Written By: Chris Proctor
Published: February 27, 2017 Last modified: February 27, 2017

Some months ago, I undertook to offer the well-heeled Tribune reader a regular selection of sound investment tips. My debut venture into financial guidance was a huge success. You may recall that I proposed investment in the wall construction industry. Thanks to Donald Trump’s state of mind, there is every possibility of making vast profits along the 1,989-mile border between the United States and Mexico.

However, investors keen to see a spread of investments have approached me about other opportunities. I am happy to oblige. I recommend selling Palestinian property.

The good news is that thanks to the “Regularisation” Bill passed by the Israeli Knesset last month, the property you are selling does not actually have to be yours: an advance which makes this place the Promised Land for the discerning investor. The new law retrospectively legalises settler homes built on privately owned Palestinian land in the occupied West Bank.
This groundbreaking legislation takes the risk out of investment by introducing what I call the “SSEL” concept – that is, “Selling Someone Else’s Land’. You really can’t go wrong.

I don’t want anyone to be misled. There is a requirement for some small initial capital, primarily to fund a hefty stick and a brawny thug. With these economic aids, obnoxious Arab squatters (also known as “rightful owners”) can be relocated (also known a “evicted”) and the land ownership transferred (aka “stolen’). Having established this happy situation, the product is legally yours and available for sale.

The advantages of investing in this part of the world are overwhelming. For while the SSEL method can be utilised in any corner of the globe, you need favourable conditions to maximise profits. To follow this template in, say, Cornwall, would be troublesome. The so-called owners would cause a right stink in ­Parliament and the Daily Mail. The Israeli government is considerably more accommodating.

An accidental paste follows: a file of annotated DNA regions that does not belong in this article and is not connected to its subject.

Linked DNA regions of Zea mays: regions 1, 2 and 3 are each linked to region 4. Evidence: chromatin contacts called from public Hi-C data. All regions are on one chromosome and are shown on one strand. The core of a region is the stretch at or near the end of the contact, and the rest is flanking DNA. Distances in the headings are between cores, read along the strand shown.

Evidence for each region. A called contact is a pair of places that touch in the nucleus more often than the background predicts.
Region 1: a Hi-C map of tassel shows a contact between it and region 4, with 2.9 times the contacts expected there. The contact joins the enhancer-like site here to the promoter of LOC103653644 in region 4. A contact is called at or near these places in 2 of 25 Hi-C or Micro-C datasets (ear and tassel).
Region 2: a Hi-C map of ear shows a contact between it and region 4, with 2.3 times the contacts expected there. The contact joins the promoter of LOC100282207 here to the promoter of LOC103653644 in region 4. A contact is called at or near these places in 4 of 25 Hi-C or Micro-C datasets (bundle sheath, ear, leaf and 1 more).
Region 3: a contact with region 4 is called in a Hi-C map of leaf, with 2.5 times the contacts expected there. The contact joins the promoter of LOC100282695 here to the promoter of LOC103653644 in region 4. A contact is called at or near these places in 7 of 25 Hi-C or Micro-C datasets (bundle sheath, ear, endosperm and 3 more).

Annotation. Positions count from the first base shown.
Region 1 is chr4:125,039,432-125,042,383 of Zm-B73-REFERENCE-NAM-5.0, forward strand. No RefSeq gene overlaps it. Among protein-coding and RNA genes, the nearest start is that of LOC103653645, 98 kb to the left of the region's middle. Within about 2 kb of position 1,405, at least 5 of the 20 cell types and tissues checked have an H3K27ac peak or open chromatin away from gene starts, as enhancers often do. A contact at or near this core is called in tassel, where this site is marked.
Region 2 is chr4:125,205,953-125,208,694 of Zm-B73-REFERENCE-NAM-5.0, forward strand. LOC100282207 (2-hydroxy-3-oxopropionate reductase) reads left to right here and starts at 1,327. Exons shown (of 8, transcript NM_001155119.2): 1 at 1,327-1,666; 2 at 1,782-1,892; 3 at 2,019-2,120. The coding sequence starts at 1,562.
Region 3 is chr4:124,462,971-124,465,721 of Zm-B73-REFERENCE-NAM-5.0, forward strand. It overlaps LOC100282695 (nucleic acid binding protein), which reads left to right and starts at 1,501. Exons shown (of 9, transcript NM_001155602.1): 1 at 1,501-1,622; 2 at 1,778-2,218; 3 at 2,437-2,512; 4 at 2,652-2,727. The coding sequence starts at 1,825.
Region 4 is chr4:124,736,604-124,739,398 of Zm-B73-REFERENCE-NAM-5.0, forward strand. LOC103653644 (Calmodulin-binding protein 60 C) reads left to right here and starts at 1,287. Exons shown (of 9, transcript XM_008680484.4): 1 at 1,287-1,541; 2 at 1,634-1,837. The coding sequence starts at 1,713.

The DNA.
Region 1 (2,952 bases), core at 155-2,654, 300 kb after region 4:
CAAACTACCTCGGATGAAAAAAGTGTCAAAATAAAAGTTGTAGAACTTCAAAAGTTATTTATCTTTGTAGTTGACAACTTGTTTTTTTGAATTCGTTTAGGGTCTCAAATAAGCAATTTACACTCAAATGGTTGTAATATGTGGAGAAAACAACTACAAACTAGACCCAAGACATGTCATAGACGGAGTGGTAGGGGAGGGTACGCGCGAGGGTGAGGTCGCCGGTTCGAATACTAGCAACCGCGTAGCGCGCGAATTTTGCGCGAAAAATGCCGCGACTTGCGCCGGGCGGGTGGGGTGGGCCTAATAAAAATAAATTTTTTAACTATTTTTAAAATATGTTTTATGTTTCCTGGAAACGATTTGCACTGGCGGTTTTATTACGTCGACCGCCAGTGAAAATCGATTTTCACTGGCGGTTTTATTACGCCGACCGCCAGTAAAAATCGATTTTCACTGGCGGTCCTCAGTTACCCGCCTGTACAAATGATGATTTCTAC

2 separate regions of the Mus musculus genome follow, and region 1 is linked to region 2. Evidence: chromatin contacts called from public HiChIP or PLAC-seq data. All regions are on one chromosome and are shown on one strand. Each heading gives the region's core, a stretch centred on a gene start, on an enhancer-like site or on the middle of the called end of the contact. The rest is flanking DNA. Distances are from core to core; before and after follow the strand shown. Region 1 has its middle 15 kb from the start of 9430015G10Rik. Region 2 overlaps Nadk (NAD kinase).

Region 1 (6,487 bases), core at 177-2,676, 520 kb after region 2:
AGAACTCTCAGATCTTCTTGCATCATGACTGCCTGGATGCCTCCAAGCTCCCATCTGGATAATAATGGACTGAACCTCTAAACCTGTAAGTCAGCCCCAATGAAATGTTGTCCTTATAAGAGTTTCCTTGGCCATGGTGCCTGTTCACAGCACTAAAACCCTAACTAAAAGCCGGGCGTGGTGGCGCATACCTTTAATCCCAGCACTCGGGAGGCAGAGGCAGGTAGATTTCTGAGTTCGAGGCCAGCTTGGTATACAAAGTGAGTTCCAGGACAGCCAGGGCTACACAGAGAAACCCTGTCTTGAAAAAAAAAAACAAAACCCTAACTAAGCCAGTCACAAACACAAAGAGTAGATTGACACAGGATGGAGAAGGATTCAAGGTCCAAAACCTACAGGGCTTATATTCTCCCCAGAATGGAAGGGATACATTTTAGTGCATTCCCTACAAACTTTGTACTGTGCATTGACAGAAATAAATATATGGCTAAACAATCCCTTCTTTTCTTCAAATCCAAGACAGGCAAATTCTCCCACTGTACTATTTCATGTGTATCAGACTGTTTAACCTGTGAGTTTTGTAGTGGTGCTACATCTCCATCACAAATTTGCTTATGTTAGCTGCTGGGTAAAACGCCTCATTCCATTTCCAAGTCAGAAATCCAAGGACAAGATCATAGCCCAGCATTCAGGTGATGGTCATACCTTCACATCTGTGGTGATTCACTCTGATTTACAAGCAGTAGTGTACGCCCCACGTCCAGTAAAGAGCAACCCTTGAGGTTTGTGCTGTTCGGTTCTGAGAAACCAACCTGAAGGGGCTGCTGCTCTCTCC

In fact, once you have driven off the owners, you can expect the security of your home to be guaranteed by the Israeli state. In the event of an impasse, they will always be prepared to back up your ownership discussions with helpful bombings and violent occupation; and you can’t ask for more than that.

Of course, you will have to endure pinkos moaning about theft and stuff. I’m no pedant. I can see the argument. In some societies, it is considered reprehensible to take over and sell land that is not entirely your own. But, happily, the British investor has no such traditions.

On the contrary, we have a long and proud record of land re-allocation on the contemporary Middle East model. The “enclosures” of the 19nth century are a good example. The country was littered with open spaces called “common land” where the riffraff fed their animals and their selves. Then the ruling class came along, put up fences and said they owned it. Job done.

The Scots were a trifle less accommodating and investors were obliged to resort to the “hefty stick and brawny thug” stratagem to get the show on the road. But mercifully the Highlands were soon “cleared” and pictures of formerly clannish abodes began to brighten estate agents’ windows.

We Brits have “borrowed’ significant tracts of land on most continents: Africa, Asia, the Americas, Europe and the Pacific, for example. We’ve tried and tested the SSEL concept over centuries.

Our attitude towards other people’s property is more than simply a moral issue. It also has cultural significance, reaching its pinnacle with London’s British Museum. This stately building is a monument to stolen property. It has always interested me that it is called the British Museum when there’s nothing British in there. It’s choc-a-bloc with Abyssinian artefacts, Egyptian sarcophaguses and Greek marbles.

Sometimes a note is affixed to an ­exhibit, to the effect that this piece of artwork was a “gift from the grateful people” of Burma or South Africa or wherever. I think this is a sensible plan which I would advise you to follow when selling Palestinian pastures. It could increase the price.

Plaques could be affixed to new-build housing projects (aka “settlements’) announcing that the land was bequeathed by, say, an appreciative Hassan Awad. No need to mention that this took place as he adjourned to hospital following an interview with brawny thug wielding a hefty stick.
I’m trying to involve a member of the Windsor family in the project, as they have massive experience in the area of property amassing. One of them owns Wales, another Cambridge, yet another Wessex. Claiming to lord it over Wessex is especially interesting as the kingdom was abolished by King Harold in 1066. This proves that even owning somewhere non-existent can make you rich if you know how to play your cards right.

It’s difficult to say if Palestine exists or not; but regardless, I can assure you there is money to be made there…

About Chris Proctor

Chris Proctor is a Tribune columnist